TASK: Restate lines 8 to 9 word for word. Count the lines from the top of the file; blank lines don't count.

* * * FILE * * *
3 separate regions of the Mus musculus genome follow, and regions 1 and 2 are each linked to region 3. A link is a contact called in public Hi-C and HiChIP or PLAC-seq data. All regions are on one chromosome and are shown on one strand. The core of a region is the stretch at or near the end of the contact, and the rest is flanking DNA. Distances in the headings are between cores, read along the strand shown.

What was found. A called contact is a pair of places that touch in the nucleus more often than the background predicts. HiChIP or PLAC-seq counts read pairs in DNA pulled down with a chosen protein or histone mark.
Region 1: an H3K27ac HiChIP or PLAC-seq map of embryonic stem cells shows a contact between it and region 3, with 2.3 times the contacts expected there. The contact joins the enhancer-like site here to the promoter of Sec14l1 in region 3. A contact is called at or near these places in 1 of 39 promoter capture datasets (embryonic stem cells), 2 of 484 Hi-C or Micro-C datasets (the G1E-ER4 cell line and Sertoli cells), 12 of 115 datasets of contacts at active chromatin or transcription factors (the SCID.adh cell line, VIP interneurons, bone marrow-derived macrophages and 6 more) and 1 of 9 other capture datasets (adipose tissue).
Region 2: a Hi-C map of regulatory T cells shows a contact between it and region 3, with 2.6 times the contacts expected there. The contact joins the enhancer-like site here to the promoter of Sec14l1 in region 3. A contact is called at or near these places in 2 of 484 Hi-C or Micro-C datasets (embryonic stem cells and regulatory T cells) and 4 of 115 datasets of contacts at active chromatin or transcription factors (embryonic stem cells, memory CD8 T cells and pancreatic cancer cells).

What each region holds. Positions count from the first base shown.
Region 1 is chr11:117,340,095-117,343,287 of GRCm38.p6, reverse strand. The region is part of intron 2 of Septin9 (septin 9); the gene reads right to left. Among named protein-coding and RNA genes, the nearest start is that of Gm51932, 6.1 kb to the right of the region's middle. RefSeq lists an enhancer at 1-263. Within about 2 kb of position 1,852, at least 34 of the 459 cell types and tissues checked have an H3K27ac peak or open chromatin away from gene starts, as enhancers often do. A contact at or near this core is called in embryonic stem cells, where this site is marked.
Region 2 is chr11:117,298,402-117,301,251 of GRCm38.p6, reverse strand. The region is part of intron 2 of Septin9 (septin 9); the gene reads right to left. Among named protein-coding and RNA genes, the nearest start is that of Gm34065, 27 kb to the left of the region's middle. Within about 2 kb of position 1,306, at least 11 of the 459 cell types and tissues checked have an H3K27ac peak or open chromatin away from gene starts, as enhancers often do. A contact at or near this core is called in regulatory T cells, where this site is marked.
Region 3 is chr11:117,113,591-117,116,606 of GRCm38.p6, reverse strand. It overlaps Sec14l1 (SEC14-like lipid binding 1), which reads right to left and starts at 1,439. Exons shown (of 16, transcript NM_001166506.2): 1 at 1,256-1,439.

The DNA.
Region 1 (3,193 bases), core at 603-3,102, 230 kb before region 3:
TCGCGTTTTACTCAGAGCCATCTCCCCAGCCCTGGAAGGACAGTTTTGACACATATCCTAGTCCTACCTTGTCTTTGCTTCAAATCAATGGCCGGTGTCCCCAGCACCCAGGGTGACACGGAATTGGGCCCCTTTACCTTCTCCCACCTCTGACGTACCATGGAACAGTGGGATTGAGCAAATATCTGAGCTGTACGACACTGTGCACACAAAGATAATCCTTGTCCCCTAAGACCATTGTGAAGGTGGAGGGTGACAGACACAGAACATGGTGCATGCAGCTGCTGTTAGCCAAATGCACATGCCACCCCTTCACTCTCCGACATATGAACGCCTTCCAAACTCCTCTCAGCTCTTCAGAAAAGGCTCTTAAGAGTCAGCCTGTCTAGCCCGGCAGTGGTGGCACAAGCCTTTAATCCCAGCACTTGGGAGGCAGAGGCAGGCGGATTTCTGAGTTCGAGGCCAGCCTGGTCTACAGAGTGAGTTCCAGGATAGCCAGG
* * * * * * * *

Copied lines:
Region 3 is chr11:117,113,591-117,116,606 of GRCm38.p6, reverse strand. It overlaps Sec14l1 (SEC14-like lipid binding 1), which reads right to left and starts at 1,439. Exons shown (of 16, transcript NM_001166506.2): 1 at 1,256-1,439.

The DNA.